Date: Mon, 6 May 2002 12:47:11 -0700
Reply-To: Dale McLerran <stringplayer_2@YAHOO.COM>
Sender: "SAS(r) Discussion" <SAS-L@LISTSERV.UGA.EDU>
From: Dale McLerran <stringplayer_2@YAHOO.COM>
Subject: Re: Discriminant Analysis with Categorical Explanatory Variables
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PROC DISCRIM will perform a nonparametric discriminant analysis. I
have not thought too much about discriminant analysis and MANOVA, but
in a limited case, they could be inverse procedures to one another,
right? But we could account for multiple covariates in MANOVA. We
could even account for some continuous covariates on the right hand
side of a MANOVA without having to assume anything about normality
of the covariate. We could not really invert a MANOVA in which we
accounted for some continuous covariates which are not normally
distributed and get a discriminant model, could we? In general, if
there was nonzero covariance among variables on the right hand
side of a MANOVA model, we could not invert the MANOVA to obtain a
corresponding discriminant analysis, could we?
Discriminant analysis is slightly more powerful than a logistic
regression if the assumptions of multivariate normality hold. There
may be some fields of study in which these assumptions may frequently
be true, in which case discriminant analysis would be the preferred
analytic method. Within the realm of my experience, this cannot
usually be assumed, but I can certainly appreciate that it may hold
for other fields of investigation.
I suggest generalized logits as the complimentary model to
discriminant analysis. The discriminant analysis is fully
parameterized: each linear combination has a completely different
set of coefficients. Not so the ordinal logistic regression model
fitted employing cumulative logits. Of course, if there are only two
groups, then it doesn't matter whether we assume cumulative logits
or generalized logits. The generalized logits and cumulative logits
models are the same when the response is binary.
--- Paul R Swank <Paul.R.Swank@UTH.TMC.EDU> wrote:
> Any time you do a MANOVA your are, in essence doing a discriminant
> Manova is often reported in the literature and I do see references to
> discriminant analysis from time to time. However, one would not do a
> on a dichotomous dependent variable, which is what seemed to be
> suggested. I
> have to admit to being unaware of nonparametric discriminant
> analyses. This
> would have to be akin to nonparametric MANOVA, would it not? One
> think they would be relatively restricted to small data sets. A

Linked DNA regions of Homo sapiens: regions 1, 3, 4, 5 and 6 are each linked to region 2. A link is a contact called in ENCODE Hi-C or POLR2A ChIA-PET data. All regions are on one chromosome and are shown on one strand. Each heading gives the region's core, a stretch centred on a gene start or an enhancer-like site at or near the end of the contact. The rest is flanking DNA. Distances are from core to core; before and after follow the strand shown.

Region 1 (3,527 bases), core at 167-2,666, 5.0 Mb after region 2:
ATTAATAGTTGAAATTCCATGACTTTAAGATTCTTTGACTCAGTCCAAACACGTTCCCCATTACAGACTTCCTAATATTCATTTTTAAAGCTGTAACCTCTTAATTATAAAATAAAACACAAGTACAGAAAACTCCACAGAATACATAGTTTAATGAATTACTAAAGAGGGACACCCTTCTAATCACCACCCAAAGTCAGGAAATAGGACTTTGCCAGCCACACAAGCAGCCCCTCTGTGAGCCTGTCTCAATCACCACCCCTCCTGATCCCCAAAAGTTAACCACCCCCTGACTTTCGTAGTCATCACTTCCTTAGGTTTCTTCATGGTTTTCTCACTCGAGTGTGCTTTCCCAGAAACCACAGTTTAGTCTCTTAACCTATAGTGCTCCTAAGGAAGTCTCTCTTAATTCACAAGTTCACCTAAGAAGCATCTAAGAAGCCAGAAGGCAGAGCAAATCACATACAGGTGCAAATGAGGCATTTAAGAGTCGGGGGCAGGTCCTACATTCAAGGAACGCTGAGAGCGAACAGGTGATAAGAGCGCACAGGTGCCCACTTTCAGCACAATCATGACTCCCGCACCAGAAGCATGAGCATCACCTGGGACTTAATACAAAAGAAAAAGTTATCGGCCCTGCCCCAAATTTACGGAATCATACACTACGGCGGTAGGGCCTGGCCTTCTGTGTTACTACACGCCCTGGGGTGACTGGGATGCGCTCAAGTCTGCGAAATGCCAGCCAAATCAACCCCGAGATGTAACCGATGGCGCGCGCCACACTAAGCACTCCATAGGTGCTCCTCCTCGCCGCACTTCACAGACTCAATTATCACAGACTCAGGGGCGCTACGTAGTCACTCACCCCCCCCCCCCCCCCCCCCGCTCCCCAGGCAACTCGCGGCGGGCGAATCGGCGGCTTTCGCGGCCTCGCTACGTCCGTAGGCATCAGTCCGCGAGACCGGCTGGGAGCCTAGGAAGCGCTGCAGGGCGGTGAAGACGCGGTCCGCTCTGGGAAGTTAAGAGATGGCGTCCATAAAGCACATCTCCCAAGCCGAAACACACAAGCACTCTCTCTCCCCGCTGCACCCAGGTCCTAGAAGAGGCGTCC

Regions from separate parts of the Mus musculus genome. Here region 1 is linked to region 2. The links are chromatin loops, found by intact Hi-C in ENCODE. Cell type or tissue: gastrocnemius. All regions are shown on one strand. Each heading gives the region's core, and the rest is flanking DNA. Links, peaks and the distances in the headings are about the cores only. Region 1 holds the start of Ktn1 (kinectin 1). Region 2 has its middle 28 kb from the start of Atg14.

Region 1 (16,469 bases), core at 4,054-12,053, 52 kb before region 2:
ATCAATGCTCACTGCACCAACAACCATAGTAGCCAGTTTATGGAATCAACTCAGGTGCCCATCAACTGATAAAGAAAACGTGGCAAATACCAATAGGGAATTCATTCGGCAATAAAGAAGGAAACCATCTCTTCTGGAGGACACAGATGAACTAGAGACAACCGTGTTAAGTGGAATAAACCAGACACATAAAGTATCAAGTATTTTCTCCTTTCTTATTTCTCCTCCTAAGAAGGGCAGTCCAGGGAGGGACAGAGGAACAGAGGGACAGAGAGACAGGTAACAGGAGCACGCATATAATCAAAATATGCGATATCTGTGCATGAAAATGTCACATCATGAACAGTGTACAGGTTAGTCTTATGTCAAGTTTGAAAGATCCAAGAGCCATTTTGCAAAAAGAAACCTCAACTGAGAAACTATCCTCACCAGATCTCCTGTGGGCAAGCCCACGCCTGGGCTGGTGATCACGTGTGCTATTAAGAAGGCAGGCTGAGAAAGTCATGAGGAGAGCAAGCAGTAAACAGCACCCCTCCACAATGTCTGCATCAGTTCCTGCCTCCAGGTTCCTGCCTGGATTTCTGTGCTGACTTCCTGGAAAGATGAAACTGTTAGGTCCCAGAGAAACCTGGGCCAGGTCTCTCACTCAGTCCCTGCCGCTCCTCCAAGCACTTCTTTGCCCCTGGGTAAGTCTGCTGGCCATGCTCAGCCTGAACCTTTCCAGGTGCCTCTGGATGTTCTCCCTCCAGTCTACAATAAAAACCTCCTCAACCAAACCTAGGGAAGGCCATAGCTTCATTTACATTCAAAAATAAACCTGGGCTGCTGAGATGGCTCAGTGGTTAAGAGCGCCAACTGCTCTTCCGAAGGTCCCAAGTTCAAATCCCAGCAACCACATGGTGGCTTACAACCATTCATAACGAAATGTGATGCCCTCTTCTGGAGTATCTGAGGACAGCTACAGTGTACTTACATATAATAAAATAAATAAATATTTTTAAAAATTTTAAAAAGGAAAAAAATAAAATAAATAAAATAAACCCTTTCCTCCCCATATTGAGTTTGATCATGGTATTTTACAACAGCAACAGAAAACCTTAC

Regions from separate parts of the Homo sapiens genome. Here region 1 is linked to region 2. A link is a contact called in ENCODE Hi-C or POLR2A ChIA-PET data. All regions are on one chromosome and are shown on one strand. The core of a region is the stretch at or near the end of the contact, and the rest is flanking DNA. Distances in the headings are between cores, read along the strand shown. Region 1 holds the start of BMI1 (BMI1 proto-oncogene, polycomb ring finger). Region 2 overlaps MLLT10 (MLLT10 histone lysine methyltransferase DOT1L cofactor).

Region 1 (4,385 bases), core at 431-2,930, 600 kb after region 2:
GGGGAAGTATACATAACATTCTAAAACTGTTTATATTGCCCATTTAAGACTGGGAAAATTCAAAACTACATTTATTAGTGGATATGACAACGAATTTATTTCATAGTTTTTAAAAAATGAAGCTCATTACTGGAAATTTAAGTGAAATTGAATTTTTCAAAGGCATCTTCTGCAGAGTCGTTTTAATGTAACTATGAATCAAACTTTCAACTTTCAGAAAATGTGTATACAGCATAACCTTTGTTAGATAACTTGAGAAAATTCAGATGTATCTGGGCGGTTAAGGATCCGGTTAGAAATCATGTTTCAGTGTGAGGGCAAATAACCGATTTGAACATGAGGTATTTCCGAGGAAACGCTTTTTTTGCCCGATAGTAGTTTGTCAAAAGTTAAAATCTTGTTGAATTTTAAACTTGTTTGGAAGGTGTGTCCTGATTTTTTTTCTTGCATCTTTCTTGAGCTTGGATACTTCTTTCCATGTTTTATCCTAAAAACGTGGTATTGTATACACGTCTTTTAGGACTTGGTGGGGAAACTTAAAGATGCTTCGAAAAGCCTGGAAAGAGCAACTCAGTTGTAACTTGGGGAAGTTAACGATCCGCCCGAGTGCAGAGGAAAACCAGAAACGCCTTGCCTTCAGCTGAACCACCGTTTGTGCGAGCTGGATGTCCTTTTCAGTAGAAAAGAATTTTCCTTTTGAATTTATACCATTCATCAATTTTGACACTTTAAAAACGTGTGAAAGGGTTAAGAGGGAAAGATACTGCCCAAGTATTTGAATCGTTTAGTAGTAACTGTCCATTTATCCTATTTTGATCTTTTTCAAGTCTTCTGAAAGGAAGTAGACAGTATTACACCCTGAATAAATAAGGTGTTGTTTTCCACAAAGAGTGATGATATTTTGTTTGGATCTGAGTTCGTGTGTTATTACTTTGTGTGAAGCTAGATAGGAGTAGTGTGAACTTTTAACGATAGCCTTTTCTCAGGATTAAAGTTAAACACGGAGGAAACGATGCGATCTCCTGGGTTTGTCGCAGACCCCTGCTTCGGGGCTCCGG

> linear model with a multinomial distribution would seem to fit the
> unless of course, the categories are ordered, in which case Susie's
> suggestion of logistic would work although that is also just a
> linear model. I am curious as to which program in SAS does a
> discriminant analysis. Might be an interesting comparison in that.
> Paul R. Swank, Ph.D.
> Professor, Developmental Pediatrics
> Medical School
> UT Health Science Center at Houston
> -----Original Message-----
> From: SAS(r) Discussion [mailto:SAS-L@LISTSERV.UGA.EDU]On Behalf Of
> Sent: Monday, May 06, 2002 11:40 AM
> To: SAS-L@LISTSERV.UGA.EDU
> Subject: Re: Discriminant Analysis with Categorical Explanatory
> That is true for the classical discriminant function analysis
> However, there are nonparametric discriminant function models which
> are specifically intended for the situation where you cannot assume
> multivariate normality. The suggestion to employ a generalized
> model is, however, a good suggestion. GLM's should be considered
> whenever one is thinking about fitting a discriminant analysis.
> Assumptions about multivariate normality will rarely be met.
> Optimality of discriminant analysis over a polytomous response model
> fitted employing generalized logits only obtains when multivariate
> normality does, indeed, hold. Because this is rarely true,
> discriminant analysis is seldom employed. Rather, as you indicate,
> a GLM (in particular a polytomous response regression model assuming
> generalized logits) is usually preferred. Discriminant analysis is,
> as far as I have seen, a rarely used analytic method.
> --- Paul R Swank <Paul.R.Swank@UTH.TMC.EDU> wrote:
> > The assumption for disciminant analysis is the same as for MANOVA
> > except
> > that independents and dependents are reversed. That is multivariate
> > normality for the independents (dependents for MANOVA). You
> > technically
> > cannot do a MANOVA with categorical outcome so you technically
> > do
> > discriminanat analysis with a categorical predictor. Sounds like
> > might
> > need a generalized linear model.
> > Paul R. Swank, Ph.D.
> > Professor, Developmental Pediatrics
> > Medical School
> > UT Health Science Center at Houston
> > -----Original Message-----
> > From: SAS(r) Discussion [mailto:SAS-L@LISTSERV.UGA.EDU]On Behalf Of
> > Frederico Zanqueta Poleto
> > Sent: Monday, May 06, 2002 10:51 AM
> > To: SAS-L@LISTSERV.UGA.EDU
> > Subject: Discriminant Analysis with Categorical Explanatory
> > Hi,
> > Anybody know if PROC DISCRIM can handle categorical explanatory
> > variables?
> > Have I to create dummy's?
> > If SAS can't do it, anybody know if another program has it
> > implemented?
> > Sincerely,
> > --
> > Frederico Zanqueta Poleto
> > firstname.lastname@example.org
> > --
> > "It would be possible to describe everything scientifically, but it
> > would
> > make no sense; it would be without meaning, as if you described a
> > Beethoven symphony as a variation of wave pressure." Albert
> Dale McLerran
> Fred Hutchinson Cancer Research Center
> mailto: email@example.com
> Ph: (206) 667-2926
> Fax: (206) 667-5977
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